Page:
• Boosting immunity: Ginger and honey both contain antioxidants that may help strengthen the immune system and protect against illnesses.
  • Improving digestion: Ginger has been found to stimulate the digestive system and help with issues such as bloating, indigestion, and stomach discomfort.
  • Soothing sore throat: Ginger tea with honey can be a soothing remedy for a sore throat due to its antibacterial properties and potential for reducing inflammation.

Discover fascinating Ginger Lemon Tea Facts, including its benefits for health in our previous article.

  • Does ginger and honey tea help with bloating?

Ginger and honey tea can help with bloating largely because ginger is known for its digestive properties. Ginger can help stimulate the digestive system and may reduce bloating, gas, and other discomforts (2). 

Honey isn’t directly linked to reducing bloating, but it can provide a natural sweetener for the tea without causing any additional digestive issues.

  • Is it good to consume ginger and honey on an empty stomach?

Drinking ginger and honey tea on an empty stomach isn’t proven to have any specific benefits or side effects. You can drink it on an empty stomach or with a meal – it doesn’t matter. 

However, it can be a healthy way to start your day. Ginger tea is known for its digestive properties, can help stimulate the digestive system, and may reduce inflammation in the digestive tract. In addition, honey provides natural energy and antioxidants that can give you a boost in the morning.

If you have any preexisting health conditions or concerns, it’s always best to consult a healthcare professional before you make any changes to your diet or daily routine.

  • Can I drink ginger and honey tea at night?

Yes, you can drink ginger honey tea at night. It can be a soothing and relaxing beverage to enjoy before bed.

Ginger has calming properties that may help with sleep quality, and honey contains precursor compounds that may promote the production of melatonin (29), which helps with sleep (28). However, you should be mindful of your caffeine intake if you’re using caffeinated tea or adding other sources of caffeine to your ginger and honey tea. If you’re just adding ginger and honey to hot water, this is naturally caffeine-free.

The best way to know if ginger honey tea is suitable for your nighttime routine is to try it and see how you feel. If you experience any discomfort, it may be best to avoid consuming it close to bedtime. 

Learn more about tea for weight loss and health in our post, Ginger Cinnamon Tea Facts.

The Bottom Line

The potential benefits of ginger tea with honey suggest that it’s a great herbal tea to have at hand. Not only is it such a simple brew to make, but a single cup has incredible potential health benefits. If you’re looking for a caffeine-free tea option to drink throughout the day or at night as a nightcap, we highly recommend this easy-to-make drink.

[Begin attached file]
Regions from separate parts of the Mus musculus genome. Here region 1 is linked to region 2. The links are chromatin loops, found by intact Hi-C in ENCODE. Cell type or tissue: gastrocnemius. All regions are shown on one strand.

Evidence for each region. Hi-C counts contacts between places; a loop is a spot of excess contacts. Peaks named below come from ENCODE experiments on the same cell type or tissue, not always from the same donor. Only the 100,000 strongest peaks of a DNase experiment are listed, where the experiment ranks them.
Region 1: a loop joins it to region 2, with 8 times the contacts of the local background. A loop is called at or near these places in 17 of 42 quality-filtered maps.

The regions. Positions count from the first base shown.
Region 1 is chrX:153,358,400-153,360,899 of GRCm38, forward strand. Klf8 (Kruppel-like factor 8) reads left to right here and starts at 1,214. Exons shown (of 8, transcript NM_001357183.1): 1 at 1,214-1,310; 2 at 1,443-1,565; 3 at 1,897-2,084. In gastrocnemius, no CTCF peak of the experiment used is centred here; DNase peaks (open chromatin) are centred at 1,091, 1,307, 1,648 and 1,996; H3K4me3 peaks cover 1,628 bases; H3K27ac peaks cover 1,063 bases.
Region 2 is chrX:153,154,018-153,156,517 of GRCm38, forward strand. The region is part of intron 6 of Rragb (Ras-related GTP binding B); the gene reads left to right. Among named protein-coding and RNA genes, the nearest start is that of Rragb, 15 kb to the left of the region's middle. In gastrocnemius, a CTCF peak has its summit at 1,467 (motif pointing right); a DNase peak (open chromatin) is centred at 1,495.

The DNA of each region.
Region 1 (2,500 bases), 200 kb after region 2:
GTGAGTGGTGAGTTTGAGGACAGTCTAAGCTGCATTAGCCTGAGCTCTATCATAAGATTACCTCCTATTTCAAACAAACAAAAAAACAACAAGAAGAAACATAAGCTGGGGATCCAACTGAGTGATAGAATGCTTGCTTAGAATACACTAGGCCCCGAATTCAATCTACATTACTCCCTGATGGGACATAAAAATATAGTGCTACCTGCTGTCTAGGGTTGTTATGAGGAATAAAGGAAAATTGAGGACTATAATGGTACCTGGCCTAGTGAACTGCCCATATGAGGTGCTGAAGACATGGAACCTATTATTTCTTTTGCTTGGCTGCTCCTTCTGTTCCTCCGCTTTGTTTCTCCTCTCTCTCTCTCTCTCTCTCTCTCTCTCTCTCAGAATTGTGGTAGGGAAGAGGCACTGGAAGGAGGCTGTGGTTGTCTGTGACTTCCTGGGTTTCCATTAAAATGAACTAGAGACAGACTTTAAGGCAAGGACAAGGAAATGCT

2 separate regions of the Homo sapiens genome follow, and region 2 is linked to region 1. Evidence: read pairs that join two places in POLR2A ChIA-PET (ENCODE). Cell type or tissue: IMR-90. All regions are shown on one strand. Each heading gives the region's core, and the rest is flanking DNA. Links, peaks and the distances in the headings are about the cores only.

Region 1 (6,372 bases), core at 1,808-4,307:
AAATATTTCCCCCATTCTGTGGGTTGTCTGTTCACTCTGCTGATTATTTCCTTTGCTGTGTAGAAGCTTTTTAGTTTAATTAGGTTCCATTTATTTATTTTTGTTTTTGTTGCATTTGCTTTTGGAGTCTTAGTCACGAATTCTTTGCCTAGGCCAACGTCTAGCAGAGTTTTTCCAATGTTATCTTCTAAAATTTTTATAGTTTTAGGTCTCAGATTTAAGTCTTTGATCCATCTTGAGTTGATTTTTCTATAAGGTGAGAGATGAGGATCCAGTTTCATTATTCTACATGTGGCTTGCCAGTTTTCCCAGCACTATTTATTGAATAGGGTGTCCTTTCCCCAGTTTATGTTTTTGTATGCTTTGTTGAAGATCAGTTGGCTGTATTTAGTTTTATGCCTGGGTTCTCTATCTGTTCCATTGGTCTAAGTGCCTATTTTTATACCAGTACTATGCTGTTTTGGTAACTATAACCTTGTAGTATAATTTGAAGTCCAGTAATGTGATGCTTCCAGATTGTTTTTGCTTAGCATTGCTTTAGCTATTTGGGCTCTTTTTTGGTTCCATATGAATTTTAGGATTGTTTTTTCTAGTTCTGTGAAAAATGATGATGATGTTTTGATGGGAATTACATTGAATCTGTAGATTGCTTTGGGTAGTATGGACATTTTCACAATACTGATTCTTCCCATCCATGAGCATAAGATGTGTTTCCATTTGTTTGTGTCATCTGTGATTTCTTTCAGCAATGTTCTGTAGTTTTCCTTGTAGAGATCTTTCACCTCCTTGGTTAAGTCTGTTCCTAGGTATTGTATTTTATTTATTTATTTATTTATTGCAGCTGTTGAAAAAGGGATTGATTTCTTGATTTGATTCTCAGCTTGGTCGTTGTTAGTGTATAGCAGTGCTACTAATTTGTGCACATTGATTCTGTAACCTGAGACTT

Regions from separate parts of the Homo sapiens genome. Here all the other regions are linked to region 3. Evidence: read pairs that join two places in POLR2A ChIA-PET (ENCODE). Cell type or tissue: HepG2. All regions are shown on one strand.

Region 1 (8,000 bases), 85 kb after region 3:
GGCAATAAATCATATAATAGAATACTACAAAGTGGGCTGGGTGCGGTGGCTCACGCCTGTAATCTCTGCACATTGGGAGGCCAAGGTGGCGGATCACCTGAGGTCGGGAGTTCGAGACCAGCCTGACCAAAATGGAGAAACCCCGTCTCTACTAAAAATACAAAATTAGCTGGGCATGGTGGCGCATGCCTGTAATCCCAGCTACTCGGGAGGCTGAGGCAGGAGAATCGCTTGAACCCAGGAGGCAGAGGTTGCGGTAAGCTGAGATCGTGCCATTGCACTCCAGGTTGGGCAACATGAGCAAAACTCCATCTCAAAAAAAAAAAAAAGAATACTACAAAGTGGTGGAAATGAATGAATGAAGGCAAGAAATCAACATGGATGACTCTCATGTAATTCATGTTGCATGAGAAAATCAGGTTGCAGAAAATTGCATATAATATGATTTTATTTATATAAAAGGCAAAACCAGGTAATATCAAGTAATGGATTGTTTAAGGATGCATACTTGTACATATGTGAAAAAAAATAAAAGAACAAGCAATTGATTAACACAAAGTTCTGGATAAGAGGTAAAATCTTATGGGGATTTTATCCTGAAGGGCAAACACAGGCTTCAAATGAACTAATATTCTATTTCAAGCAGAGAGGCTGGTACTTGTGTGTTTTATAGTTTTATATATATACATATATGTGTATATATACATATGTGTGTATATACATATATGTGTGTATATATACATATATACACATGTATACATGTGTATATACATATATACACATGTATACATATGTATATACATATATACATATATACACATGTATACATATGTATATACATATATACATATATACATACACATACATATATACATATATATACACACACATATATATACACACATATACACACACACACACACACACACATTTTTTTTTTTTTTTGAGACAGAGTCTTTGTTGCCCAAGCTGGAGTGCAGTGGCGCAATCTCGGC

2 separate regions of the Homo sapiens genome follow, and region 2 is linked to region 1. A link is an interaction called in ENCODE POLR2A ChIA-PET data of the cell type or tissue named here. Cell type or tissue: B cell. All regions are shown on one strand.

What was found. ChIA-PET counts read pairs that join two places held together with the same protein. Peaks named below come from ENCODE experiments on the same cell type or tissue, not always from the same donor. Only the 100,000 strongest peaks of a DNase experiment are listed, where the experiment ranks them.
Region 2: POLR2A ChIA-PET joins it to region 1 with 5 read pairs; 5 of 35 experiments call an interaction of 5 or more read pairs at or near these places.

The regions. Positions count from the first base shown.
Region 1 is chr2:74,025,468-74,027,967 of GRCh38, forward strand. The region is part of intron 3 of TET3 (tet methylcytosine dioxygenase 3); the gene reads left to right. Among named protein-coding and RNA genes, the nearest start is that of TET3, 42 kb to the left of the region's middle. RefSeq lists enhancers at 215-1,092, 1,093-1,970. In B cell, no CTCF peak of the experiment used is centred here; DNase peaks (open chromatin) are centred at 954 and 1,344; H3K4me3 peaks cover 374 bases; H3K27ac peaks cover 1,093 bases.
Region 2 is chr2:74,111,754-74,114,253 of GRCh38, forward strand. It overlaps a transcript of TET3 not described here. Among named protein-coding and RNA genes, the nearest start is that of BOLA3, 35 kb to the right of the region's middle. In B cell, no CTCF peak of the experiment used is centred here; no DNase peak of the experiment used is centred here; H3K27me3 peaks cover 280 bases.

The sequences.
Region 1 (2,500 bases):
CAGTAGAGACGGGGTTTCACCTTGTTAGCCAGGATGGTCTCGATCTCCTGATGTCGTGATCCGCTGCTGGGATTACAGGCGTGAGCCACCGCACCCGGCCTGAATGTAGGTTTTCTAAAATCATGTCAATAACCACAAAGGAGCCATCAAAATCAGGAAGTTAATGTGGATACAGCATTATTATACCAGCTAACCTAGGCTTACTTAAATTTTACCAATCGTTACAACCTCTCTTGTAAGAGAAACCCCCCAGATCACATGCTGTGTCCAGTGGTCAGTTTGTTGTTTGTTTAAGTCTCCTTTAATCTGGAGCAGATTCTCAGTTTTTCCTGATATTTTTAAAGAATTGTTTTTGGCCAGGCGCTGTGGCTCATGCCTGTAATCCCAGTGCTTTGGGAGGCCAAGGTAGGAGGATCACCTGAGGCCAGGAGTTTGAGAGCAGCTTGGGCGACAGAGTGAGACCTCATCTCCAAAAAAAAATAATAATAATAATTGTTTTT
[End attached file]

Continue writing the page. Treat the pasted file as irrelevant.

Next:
This article is intended for general informational purposes only and does not address individual circumstances. It is not a substitute for professional advice or help and should not be relied on to make decisions of any kind. Any action you take upon the information presented in this article is strictly at your own risk and responsibility!


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  2. A review of the gastroprotective effects of ginger (Zingiber officinale Roscoe) (2013,
  3. A systematic review and meta-analysis of the effect and safety of ginger in the treatment of pregnancy-associated nausea and vomiting (2014,
  4. A systematic review of the anti-obesity and weight lowering effect of ginger (Zingiber officinale Roscoe) and its mechanisms of action (2018,
  5. Can nausea and vomiting be treated with Ginger extract? (2015,
  6. Cardioprotective Effects of Honey and Its Constituent: An Evidence-Based Review of Laboratory Studies and Clinical Trials (2020,
  7. Double-blind placebo-controlled randomized clinical trial of ginger ( Zingiber officinale Rosc.) addition in migraine acute treatment (2018,
  8. Effects of ginger on motion sickness and gastric slow-wave dysrhythmias induced by circular vection (2003,
  9. Evaluation of daily ginger consumption for the prevention of chronic diseases in adults: A cross-sectional study (2017,
  10. Evidence on the Health Benefits of Supplemental Propolis (2019,
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  16. Ginger on Human Health: A Comprehensive Systematic Review of 109 Randomized Controlled Trials (2020, o
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  22. Honey for acute cough in children (2018,
  23. Honey for treatment of cough in children (2014,
  24. Honey with high levels of antioxidants can provide protection to healthy human subjects (2003,
  25. Influence of Ginger and Cinnamon Intake on Inflammation and Muscle Soreness Endued by Exercise in Iranian Female Athletes (2013,
  26. Integrative Treatment of Reflux and Functional Dyspepsia in Children (2014,
  27. Is honey an effective treatment for acute cough in children? (2016,
  28. Melatonin and Sleep (2023,
  29. Serotonin, melatonin and their precursors and metabolites and vitamin D3 derivatives in honey (2023,
  30. The Amazing and Mighty Ginger (n.d.,
  31. The effect of ginger consumption on glycemic status, lipid profile and some inflammatory markers in patients with type 2 diabetes mellitus (2014,
  32. The Effects of Ginger on Fasting Blood Sugar, Hemoglobin A1c, Apolipoprotein B, Apolipoprotein A-I and Malondialdehyde in Type 2 Diabetic Patients (2015, C
  33. Traditional and Modern Uses of Natural Honey in Human Diseases: A Review (2013,
  34. Which potential harms and benefits of using ginger in the management of nausea and vomiting of pregnancy should be addressed? A consensual study among pregnant women and gynecologists (2017,